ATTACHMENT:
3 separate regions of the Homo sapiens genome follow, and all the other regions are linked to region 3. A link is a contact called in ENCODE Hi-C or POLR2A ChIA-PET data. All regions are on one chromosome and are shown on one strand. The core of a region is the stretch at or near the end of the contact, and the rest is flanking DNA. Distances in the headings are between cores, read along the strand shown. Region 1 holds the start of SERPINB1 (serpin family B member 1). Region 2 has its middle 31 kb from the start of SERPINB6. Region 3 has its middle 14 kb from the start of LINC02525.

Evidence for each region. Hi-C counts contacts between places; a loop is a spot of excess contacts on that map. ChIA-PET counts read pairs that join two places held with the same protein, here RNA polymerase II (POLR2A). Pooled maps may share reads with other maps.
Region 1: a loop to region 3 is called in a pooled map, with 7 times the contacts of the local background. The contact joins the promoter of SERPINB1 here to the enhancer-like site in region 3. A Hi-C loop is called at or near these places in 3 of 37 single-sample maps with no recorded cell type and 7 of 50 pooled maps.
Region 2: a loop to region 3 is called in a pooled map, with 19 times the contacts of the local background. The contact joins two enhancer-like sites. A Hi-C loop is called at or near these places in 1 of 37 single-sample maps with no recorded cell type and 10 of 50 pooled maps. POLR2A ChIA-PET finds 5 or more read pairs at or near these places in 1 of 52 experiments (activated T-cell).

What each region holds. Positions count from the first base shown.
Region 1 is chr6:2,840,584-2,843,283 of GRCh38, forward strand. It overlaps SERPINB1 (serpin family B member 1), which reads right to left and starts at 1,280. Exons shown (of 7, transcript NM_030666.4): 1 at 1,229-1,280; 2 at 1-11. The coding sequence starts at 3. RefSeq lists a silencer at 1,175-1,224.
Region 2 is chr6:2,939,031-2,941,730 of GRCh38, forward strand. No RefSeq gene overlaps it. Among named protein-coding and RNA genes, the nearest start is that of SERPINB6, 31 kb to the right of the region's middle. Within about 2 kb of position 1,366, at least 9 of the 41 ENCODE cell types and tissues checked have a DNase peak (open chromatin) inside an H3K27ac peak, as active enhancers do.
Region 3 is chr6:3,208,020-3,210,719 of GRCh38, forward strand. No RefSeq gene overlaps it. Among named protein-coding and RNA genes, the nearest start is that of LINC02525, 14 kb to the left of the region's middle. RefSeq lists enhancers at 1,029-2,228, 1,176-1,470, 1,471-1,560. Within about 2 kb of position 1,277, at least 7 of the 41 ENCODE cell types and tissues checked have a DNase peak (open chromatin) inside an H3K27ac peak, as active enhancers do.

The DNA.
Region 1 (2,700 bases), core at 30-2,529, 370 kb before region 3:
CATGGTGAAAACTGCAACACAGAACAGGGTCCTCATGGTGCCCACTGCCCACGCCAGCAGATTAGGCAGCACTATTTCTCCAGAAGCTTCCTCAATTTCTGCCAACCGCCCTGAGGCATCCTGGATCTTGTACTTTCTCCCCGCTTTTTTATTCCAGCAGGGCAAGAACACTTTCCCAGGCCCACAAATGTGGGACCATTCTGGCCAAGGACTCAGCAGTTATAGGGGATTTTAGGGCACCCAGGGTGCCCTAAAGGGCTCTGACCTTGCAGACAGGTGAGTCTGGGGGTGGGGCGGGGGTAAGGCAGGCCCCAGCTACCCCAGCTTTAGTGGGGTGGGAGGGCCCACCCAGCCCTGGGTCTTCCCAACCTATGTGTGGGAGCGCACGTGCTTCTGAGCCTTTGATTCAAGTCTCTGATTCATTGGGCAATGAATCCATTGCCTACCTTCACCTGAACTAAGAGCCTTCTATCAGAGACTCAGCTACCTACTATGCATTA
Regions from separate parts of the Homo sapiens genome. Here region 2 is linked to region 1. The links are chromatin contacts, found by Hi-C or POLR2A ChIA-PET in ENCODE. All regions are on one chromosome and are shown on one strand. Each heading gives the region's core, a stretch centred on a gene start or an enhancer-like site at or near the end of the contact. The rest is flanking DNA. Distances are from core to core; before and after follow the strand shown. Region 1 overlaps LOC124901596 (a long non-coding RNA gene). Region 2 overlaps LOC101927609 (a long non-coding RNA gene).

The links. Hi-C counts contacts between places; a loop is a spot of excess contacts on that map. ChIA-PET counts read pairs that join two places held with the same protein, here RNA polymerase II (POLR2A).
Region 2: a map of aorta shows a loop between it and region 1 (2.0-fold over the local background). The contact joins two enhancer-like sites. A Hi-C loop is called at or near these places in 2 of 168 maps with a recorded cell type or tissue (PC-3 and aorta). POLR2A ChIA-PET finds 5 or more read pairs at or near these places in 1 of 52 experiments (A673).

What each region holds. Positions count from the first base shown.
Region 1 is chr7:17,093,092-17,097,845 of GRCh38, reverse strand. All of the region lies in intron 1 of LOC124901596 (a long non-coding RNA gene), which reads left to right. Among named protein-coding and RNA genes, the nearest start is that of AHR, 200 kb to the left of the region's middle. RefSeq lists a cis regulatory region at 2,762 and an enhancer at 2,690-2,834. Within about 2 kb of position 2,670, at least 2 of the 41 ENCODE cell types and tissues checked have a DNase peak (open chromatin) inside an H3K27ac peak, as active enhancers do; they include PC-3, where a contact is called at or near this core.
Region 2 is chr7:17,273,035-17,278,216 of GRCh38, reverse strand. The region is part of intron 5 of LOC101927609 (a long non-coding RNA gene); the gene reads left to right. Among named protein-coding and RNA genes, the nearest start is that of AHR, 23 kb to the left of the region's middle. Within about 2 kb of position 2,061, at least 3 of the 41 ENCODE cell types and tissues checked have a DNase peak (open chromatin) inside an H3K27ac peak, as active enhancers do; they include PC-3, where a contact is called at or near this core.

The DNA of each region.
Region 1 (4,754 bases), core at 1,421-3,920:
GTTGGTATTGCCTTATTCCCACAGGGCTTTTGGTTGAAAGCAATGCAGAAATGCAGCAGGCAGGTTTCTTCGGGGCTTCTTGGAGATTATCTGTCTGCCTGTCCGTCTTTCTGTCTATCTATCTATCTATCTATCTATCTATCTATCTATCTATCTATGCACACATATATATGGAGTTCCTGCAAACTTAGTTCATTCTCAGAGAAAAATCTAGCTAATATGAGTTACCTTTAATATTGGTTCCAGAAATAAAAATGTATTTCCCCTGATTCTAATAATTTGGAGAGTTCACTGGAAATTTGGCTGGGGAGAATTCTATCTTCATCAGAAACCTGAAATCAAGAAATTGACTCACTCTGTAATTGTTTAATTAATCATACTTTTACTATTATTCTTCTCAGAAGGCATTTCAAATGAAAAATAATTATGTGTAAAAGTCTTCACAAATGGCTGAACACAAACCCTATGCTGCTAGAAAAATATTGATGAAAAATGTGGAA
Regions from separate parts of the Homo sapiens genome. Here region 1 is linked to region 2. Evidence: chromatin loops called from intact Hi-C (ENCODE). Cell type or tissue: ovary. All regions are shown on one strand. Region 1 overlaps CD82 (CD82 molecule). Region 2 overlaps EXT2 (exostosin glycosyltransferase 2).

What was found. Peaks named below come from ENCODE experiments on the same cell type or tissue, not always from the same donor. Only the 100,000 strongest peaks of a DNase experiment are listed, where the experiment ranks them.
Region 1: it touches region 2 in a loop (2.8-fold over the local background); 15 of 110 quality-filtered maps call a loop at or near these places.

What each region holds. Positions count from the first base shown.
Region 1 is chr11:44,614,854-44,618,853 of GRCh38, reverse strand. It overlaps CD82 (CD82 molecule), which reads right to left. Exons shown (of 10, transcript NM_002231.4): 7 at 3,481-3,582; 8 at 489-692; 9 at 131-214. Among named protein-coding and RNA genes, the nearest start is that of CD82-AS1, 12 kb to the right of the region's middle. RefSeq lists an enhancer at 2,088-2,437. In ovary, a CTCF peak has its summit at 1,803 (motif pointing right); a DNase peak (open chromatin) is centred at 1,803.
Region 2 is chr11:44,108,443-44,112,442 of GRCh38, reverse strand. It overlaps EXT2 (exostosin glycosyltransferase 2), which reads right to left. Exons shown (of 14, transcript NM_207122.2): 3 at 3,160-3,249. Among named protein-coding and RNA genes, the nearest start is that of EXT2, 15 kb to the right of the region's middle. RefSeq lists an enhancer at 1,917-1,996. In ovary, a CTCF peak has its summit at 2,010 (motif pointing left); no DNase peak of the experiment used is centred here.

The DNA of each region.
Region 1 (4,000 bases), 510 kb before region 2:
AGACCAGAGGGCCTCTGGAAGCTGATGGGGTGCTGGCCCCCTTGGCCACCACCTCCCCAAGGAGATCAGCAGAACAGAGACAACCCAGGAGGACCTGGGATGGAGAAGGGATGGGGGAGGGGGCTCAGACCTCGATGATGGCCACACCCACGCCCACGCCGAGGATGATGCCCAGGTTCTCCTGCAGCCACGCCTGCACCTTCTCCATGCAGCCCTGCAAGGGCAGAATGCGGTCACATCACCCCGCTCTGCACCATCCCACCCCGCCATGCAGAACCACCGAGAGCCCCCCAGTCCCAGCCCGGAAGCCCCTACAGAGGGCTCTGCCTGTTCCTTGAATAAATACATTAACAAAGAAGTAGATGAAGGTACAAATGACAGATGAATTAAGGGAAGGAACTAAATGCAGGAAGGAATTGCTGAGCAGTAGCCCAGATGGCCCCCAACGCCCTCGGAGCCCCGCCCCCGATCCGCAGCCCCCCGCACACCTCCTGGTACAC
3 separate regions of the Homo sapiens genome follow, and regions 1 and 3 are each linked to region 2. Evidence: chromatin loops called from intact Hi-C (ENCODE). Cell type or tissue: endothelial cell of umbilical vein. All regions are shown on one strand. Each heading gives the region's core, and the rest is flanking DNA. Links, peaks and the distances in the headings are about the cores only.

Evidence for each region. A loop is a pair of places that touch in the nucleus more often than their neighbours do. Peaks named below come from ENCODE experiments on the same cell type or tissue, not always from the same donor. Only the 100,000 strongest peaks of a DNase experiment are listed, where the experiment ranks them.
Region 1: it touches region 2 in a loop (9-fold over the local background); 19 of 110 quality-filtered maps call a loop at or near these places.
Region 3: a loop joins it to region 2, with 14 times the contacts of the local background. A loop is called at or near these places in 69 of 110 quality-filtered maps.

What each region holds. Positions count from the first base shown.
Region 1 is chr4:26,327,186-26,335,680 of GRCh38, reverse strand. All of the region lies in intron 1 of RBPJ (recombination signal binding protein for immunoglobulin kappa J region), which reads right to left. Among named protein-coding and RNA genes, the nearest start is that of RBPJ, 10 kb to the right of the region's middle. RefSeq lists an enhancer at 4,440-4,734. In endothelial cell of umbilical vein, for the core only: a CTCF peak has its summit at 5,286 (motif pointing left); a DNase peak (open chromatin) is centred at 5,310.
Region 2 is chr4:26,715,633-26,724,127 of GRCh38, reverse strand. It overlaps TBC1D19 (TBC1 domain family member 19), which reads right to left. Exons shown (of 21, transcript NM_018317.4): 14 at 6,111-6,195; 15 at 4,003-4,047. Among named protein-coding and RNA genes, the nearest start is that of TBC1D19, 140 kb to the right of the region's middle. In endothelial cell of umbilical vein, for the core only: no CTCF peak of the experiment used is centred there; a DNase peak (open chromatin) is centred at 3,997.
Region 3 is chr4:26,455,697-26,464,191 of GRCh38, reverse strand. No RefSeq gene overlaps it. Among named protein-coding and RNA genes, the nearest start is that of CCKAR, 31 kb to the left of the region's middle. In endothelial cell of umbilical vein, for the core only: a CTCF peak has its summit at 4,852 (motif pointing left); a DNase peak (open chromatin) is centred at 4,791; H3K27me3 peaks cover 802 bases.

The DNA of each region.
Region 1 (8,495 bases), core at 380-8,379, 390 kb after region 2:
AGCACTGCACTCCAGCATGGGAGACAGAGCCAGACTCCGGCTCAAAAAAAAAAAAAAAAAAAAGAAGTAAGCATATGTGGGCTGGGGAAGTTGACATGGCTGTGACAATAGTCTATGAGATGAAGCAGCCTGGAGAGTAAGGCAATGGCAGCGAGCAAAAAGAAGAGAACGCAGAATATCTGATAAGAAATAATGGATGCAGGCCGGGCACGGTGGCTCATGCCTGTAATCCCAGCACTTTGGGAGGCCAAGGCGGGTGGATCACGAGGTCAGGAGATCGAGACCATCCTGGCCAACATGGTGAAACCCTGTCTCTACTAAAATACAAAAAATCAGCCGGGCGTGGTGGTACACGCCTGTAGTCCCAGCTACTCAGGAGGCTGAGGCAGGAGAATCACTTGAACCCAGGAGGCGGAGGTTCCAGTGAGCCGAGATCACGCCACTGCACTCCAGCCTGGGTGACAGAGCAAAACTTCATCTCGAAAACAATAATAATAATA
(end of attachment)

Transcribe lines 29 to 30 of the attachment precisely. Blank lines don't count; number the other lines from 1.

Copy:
AGACCAGAGGGCCTCTGGAAGCTGATGGGGTGCTGGCCCCCTTGGCCACCACCTCCCCAAGGAGATCAGCAGAACAGAGACAACCCAGGAGGACCTGGGATGGAGAAGGGATGGGGGAGGGGGCTCAGACCTCGATGATGGCCACACCCACGCCCACGCCGAGGATGATGCCCAGGTTCTCCTGCAGCCACGCCTGCACCTTCTCCATGCAGCCCTGCAAGGGCAGAATGCGGTCACATCACCCCGCTCTGCACCATCCCACCCCGCCATGCAGAACCACCGAGAGCCCCCCAGTCCCAGCCCGGAAGCCCCTACAGAGGGCTCTGCCTGTTCCTTGAATAAATACATTAACAAAGAAGTAGATGAAGGTACAAATGACAGATGAATTAAGGGAAGGAACTAAATGCAGGAAGGAATTGCTGAGCAGTAGCCCAGATGGCCCCCAACGCCCTCGGAGCCCCGCCCCCGATCCGCAGCCCCCCGCACACCTCCTGGTACAC
3 separate regions of the Homo sapiens genome follow, and regions 1 and 3 are each linked to region 2. Evidence: chromatin loops called from intact Hi-C (ENCODE). Cell type or tissue: endothelial cell of umbilical vein. All regions are shown on one strand. Each heading gives the region's core, and the rest is flanking DNA. Links, peaks and the distances in the headings are about the cores only.